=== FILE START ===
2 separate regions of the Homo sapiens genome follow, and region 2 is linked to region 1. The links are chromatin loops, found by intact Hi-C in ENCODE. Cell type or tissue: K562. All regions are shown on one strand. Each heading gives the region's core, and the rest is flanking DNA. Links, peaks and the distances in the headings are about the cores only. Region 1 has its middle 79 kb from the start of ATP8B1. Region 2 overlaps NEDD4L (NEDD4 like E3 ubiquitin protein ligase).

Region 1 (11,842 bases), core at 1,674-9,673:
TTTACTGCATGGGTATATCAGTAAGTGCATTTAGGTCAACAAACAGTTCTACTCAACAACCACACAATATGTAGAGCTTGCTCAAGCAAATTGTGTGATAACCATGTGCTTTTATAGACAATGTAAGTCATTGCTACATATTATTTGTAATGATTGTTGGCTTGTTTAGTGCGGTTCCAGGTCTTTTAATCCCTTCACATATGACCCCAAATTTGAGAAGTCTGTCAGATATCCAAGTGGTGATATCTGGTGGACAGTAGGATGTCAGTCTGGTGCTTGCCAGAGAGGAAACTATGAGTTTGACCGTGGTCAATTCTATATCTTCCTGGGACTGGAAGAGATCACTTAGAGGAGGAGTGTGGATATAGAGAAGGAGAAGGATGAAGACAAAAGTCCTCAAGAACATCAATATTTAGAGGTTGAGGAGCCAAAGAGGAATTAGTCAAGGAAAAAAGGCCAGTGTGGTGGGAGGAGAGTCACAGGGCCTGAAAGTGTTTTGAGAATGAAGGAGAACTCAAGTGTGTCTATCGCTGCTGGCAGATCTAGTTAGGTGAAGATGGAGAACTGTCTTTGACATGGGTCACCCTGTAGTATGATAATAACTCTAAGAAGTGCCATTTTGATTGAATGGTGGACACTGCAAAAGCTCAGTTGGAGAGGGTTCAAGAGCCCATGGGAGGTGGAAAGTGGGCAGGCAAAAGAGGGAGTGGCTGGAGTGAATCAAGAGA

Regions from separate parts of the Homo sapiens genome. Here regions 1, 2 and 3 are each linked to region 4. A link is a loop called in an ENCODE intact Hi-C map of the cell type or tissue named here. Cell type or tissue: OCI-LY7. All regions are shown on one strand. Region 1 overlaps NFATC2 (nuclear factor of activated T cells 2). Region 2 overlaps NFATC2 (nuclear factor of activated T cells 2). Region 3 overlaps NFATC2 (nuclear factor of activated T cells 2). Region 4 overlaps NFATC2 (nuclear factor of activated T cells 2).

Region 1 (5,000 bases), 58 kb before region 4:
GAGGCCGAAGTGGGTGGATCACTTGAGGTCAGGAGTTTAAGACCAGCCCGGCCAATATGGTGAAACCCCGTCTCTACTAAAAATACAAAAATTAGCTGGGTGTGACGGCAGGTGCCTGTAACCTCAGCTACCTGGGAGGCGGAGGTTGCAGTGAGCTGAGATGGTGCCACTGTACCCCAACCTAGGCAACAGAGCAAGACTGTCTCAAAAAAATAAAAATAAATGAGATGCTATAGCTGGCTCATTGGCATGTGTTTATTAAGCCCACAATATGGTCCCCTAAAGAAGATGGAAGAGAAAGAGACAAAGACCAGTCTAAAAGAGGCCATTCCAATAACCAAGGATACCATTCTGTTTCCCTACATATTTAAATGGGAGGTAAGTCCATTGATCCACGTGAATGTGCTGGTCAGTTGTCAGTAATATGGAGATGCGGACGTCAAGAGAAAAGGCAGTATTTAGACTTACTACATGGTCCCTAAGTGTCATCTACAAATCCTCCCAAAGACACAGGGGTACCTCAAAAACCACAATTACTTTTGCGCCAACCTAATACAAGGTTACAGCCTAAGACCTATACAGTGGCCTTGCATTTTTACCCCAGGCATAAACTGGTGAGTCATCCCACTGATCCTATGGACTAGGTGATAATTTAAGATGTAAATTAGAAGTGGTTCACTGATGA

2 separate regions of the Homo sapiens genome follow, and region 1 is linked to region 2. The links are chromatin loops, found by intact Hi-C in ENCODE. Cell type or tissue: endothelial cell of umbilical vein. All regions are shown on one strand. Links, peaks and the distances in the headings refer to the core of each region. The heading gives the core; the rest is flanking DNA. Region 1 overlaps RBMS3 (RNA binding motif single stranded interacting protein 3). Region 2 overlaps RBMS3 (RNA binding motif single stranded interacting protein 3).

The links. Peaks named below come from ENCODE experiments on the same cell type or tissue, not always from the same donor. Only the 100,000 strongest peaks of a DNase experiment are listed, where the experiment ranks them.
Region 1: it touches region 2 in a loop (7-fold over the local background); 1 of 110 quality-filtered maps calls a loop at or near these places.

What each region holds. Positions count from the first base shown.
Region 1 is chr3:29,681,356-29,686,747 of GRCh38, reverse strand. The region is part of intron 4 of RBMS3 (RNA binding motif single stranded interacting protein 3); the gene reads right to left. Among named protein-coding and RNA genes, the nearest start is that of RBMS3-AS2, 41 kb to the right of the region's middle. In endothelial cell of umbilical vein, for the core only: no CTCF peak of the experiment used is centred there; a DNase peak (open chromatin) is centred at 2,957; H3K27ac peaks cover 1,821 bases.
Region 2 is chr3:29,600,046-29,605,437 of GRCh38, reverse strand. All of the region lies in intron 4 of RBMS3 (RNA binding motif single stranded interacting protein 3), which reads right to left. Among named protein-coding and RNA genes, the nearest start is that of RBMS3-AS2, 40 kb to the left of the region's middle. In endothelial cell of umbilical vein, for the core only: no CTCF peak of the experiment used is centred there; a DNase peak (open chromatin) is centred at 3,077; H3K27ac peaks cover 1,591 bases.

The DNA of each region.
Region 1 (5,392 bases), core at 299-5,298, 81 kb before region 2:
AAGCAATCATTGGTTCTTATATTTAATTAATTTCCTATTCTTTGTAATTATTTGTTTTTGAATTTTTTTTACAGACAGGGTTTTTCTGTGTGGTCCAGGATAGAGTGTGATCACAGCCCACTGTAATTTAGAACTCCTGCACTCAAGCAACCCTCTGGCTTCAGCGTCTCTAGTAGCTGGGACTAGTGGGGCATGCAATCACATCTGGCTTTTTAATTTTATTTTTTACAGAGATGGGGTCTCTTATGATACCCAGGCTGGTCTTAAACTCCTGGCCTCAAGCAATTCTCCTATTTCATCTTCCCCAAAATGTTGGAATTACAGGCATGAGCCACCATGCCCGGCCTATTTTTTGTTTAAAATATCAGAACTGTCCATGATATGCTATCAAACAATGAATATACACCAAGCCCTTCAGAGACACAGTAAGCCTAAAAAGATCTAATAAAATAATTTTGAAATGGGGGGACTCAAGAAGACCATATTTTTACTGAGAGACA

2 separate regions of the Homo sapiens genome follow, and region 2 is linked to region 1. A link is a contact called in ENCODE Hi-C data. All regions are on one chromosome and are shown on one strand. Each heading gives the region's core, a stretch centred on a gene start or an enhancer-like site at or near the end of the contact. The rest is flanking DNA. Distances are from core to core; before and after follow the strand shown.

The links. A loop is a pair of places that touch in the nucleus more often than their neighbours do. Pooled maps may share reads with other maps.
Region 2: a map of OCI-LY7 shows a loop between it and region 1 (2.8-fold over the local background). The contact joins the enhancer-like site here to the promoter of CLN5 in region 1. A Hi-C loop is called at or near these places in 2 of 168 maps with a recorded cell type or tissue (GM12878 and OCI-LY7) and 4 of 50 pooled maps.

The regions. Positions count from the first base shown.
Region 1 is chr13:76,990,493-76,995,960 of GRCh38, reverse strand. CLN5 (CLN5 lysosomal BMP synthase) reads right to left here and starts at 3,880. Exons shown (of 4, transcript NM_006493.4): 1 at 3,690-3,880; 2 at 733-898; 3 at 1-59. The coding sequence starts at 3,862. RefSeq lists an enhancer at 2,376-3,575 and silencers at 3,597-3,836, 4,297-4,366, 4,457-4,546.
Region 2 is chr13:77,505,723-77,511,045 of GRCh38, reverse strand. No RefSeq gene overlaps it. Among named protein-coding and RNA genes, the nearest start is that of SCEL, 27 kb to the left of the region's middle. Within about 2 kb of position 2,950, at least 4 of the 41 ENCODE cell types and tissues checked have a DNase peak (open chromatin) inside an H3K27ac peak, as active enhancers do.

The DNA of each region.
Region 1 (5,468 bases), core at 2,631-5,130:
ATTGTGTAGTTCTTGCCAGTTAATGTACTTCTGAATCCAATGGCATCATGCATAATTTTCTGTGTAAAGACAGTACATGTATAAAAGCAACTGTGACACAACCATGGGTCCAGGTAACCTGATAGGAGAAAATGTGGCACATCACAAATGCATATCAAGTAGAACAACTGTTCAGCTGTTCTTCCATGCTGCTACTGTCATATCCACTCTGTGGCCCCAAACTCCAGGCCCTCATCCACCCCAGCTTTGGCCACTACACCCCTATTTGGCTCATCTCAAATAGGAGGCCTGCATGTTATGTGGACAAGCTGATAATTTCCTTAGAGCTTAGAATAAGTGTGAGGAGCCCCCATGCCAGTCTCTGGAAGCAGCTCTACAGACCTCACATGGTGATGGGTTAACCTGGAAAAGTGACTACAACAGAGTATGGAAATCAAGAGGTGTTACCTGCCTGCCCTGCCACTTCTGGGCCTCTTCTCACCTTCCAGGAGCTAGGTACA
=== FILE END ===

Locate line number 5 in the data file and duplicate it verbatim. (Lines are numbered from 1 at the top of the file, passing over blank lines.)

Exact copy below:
Region 1 (5,000 bases), 58 kb before region 4: